MANILA — The Philippines is resuming the trial use of hydroxychloroquine in treating COVID-19 patients after the World Health Organization lifted the temporary pause of the malaria drug in its multi-country trial, a health official said Thursday.
“Ili-lift na yung pag-stop, at itutuloy natin ang gamutan dito sa hydroxychloroquine,” Health Undersecretary Maria Rosario Vergeire said during a media briefing.
(We’ll lift the suspension, and we’ll continue treating people with hydroxychloroquine.)
The resumption comes more than a week after the country followed the WHO directive to momentarily stop using the off-label drug because of its potentially serious side effects, including heart arrhythmia.
The arthritis medicine that also can be used to prevent malaria was found in initial studies to be a promising treatment for COVID-19, which emerged late last year from China.
U.S. President Donald Trump said last month he was taking hydroxychloroquine as a preventive medicine against the coronavirus despite medical warnings about the use of the malaria drug.
Hydroxychloroquine is one of the four drug and drug combinations being used for the WHO’s Solidarity Trial that attempts to find a cure for COVID-19. The others are remdesivir, lopinavir and ritonavir combined, and two drugs plus interferon beta.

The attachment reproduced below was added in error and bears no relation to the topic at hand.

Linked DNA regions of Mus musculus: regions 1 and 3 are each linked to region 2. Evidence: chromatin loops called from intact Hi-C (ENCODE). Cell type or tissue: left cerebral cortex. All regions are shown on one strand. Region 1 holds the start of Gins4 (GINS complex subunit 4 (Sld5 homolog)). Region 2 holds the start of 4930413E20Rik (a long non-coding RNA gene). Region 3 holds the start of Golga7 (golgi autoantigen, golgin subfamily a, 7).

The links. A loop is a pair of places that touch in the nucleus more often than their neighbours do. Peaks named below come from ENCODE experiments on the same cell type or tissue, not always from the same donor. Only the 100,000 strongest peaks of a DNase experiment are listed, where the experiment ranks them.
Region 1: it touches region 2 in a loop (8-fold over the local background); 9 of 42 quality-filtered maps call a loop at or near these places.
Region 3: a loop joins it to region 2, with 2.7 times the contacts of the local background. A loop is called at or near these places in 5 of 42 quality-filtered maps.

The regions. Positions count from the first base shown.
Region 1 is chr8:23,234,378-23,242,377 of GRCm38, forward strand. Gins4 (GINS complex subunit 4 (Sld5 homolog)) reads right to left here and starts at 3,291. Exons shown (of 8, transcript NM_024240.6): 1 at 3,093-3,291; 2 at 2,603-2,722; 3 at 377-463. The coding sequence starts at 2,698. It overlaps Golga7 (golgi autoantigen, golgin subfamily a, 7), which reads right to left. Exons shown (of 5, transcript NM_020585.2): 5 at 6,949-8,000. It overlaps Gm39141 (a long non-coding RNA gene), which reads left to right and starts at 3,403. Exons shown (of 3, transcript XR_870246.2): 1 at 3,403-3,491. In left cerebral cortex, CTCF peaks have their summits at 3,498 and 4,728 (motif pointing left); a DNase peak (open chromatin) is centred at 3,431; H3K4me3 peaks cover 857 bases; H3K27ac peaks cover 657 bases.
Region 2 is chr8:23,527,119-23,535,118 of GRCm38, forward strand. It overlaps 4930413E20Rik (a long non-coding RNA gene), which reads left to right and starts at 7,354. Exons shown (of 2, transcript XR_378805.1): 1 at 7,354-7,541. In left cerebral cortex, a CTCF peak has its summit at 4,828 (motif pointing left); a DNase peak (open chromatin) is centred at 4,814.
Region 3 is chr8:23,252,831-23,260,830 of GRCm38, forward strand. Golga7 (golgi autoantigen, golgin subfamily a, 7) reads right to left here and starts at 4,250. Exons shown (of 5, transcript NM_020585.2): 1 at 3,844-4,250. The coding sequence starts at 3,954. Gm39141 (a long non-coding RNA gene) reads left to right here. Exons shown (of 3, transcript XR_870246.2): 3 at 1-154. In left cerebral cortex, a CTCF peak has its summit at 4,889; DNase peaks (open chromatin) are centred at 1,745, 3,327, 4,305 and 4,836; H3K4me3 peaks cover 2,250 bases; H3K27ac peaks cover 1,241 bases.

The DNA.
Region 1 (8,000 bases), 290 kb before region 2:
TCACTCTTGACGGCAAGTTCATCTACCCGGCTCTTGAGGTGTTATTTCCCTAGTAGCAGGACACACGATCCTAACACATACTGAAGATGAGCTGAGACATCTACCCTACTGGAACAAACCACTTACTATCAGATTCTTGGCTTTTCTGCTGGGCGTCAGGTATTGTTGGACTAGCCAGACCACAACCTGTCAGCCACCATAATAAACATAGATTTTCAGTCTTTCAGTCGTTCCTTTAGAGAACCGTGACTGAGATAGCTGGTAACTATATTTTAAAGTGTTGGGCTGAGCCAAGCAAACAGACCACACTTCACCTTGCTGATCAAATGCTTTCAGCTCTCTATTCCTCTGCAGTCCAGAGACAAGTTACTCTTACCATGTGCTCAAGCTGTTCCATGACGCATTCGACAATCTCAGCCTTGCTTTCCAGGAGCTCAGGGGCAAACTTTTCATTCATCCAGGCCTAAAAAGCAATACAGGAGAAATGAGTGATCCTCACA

The WHO decided to resume using hydroxychloroquine on June 3.
Dr. Tedros Adhanom Ghebreyesus, director-general of the WHO, said during a briefing that after reviewing the information, they found “no reasons to modify the trial,” which, so far, covers more than 3,500 patients from 35 countries.
“Actually hanggang alas dose ng hatinggabi, nag-meeting kagabi ang executive committee ng WHO, kasama yung mga proponents natin dito sa Solidarity Trial, para mapagdiskusyunan at maintindihan nila ang hydroxychloroquine na sitwasyon bago nila binigay yung statement,” Vergeire said.
(Actually, the executive committee of the WHO and the proponents for the Solidarity Trial here in the Philippines met last night until midnight to discuss this issue before giving out a statement.)
“And they now have decided, it is okay, and we will now include hydroxychloroquine,” she added.
Vergeire said the public should not think that the concerned organizations are being inconsistent since the COVID-19 situation is evolving.
She said decisions may change, based on new evidence, since the virus was just recently discovered and is still being studied.
“We stand by the position that this is the evolving nature of this disease. And decisions may really be changed quite fast because of these new (pieces of) evidence that come out every day,” she said.
“Tayo ay makikinig. Tayo ay susunod at tayo ay magtutuloy ulit nitong hydroxychloroquine,” she added.
(We listen. We follow, and now we will continue using hydroxychloroquine.)
The Philippines has logged nearly 20,000 confirmed COVID-19 cases, as of June 4, of which, 4,153 patients have recovered, while 974 succumbed to the disease.
-- with report from Reuters